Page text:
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Chandra Johnson
Chandra Johnson is a Utah transplant who has covered the justice system, education, social services and politics. Originally from Montana, she graduated with a B.A. in journalism and history from the University of Montana in 2007. After six years in Taos, New Mexico, she relocated to Utah, where she eventually joined the team at The Deseret News as an enterprise reporter. She enjoys wide open spaces, gardening, good grammar, pottery and long walks in the library. Find her on Twitter @ChandraMJohnson. Email her at chjohnson@deseretnews.com.

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A Canadian public health study has linked hours of social media use with mental health issues in teens.
A high-profile lawsuit against late-night personality Conan O'Brien and a new copyright policy on Twitter has sparked debate about online plagiarism.
Some past studies have suggested that food advertising that makes food appear appealing is partially responsible for America's rising obesity epidemic. Now another study looks at how disgusting images can repel...
YouTube filmmaker and app developer Casey Neistat knows it's a given people will use their phones to share information with friends. But his new app, Beme, looks to limit the phone's encroachment on everyday li...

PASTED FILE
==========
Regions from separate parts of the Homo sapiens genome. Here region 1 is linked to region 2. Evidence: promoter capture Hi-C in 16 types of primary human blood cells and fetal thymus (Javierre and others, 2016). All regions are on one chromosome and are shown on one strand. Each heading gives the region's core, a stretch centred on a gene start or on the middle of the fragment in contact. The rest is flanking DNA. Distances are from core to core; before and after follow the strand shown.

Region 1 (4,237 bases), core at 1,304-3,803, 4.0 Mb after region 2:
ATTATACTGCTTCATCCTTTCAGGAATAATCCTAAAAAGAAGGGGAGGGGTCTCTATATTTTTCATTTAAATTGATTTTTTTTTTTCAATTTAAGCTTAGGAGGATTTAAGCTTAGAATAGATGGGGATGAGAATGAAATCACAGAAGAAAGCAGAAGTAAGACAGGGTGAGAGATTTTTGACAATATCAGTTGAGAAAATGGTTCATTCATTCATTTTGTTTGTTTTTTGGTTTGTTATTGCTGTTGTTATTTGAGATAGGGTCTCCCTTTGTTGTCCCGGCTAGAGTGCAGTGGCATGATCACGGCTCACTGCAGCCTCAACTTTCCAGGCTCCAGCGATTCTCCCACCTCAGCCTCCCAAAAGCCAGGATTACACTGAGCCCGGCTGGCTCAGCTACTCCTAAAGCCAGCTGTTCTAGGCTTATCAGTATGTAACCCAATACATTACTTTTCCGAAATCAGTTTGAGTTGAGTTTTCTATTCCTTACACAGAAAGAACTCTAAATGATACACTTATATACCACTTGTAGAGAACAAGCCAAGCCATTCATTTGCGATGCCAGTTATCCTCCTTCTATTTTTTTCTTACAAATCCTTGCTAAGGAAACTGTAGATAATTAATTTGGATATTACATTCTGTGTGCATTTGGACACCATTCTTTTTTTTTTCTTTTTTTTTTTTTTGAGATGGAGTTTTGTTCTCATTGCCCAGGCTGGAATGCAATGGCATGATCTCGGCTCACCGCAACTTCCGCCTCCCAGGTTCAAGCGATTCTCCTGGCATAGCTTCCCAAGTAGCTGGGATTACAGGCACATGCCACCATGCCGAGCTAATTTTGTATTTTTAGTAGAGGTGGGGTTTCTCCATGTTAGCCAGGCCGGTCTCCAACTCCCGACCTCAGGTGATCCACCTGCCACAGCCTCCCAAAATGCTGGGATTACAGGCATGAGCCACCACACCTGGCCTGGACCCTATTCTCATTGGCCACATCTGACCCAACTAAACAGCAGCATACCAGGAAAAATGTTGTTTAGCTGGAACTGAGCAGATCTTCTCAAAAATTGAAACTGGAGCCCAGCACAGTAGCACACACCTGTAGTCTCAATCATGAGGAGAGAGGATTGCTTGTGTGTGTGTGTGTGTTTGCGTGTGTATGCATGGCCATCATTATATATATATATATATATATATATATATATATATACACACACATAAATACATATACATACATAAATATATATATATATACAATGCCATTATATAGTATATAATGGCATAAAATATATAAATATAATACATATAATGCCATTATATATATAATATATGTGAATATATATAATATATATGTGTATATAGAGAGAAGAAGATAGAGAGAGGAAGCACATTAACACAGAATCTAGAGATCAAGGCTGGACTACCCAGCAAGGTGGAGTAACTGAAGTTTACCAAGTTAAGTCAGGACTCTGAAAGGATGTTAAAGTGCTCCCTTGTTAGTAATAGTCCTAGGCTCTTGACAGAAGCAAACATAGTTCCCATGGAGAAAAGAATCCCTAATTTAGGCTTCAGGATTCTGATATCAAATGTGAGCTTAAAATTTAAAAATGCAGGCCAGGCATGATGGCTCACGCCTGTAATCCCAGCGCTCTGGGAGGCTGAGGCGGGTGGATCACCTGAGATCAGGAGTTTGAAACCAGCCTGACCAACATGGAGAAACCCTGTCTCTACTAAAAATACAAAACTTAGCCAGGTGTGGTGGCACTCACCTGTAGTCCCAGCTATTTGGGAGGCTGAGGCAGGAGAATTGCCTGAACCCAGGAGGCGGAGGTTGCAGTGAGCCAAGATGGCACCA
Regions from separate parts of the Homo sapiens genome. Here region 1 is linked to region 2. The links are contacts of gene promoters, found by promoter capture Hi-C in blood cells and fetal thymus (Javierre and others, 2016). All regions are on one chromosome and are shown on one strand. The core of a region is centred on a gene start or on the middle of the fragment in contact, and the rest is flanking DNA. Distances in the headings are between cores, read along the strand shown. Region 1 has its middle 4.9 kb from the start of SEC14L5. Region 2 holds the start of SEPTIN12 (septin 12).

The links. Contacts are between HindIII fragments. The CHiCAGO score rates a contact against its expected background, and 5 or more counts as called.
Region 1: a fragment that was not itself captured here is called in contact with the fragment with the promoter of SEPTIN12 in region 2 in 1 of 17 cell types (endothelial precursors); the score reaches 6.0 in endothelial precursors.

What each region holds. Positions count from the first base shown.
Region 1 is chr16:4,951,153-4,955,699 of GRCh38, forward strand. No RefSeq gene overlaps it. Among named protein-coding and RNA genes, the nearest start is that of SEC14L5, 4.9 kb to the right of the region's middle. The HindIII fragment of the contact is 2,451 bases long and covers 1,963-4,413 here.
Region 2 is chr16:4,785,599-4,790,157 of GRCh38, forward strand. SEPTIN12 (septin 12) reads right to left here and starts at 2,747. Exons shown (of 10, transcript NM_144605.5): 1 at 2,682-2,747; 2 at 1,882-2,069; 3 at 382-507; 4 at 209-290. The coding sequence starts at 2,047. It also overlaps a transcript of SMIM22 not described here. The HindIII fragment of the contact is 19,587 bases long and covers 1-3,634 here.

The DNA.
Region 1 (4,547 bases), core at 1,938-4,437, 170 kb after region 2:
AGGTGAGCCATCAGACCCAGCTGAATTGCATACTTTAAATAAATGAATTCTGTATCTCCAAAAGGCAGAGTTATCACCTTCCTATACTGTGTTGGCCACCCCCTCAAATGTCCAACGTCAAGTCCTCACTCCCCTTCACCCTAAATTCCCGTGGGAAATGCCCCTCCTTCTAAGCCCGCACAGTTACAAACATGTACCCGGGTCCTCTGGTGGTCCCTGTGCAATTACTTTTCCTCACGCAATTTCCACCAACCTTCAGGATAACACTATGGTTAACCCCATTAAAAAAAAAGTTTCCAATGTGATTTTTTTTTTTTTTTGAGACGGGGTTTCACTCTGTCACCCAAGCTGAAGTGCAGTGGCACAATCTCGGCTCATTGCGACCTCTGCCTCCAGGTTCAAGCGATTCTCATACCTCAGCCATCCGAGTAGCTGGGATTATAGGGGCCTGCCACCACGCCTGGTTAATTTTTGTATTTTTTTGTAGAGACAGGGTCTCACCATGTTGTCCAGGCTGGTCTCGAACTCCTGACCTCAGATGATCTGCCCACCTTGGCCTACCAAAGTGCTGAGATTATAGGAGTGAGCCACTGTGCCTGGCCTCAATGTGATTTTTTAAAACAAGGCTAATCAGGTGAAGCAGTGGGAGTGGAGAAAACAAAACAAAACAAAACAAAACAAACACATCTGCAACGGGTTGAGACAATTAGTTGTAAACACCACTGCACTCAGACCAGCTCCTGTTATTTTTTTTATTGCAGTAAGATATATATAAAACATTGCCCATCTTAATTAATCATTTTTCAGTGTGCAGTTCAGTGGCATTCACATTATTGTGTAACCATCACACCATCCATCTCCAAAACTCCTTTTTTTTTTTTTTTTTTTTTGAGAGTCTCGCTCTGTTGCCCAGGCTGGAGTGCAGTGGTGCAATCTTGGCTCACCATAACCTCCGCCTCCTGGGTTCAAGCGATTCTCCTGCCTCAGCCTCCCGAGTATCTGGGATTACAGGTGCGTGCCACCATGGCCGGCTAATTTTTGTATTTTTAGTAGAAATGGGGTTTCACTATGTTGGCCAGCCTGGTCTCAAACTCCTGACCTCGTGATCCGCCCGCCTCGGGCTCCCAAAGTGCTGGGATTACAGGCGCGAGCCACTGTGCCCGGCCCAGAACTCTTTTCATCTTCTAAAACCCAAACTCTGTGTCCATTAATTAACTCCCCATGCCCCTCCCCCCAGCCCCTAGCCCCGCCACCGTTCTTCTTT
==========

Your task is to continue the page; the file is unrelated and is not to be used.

Time Magazine's Trump insult generator is the latest example of how the news media is struggling with whether or not to take republican presidential candidate Donald Trump seriously.
Social media isn’t always the ideal place to stage a healthy and diverse debate on political beliefs, as U.S. presidential candidate Chris Christie learned this month on Twitter.
A new survey from the Pew Research Center this week finds that 21st-century parents say they rely on social media for emotional support and parenting questions.
The L.A. Times recently hired a reporter to exclusively cover Black Twitter, or a Twitter community of black activists.
Since the early 1990s surge of iconic fairy tale films to Pixar films, Disney characters have always made popular baby names.
The viral Vine video trend #DontJudgeChallenge seeks to put value on personality traits over outward appearance, but some say it misses its mark.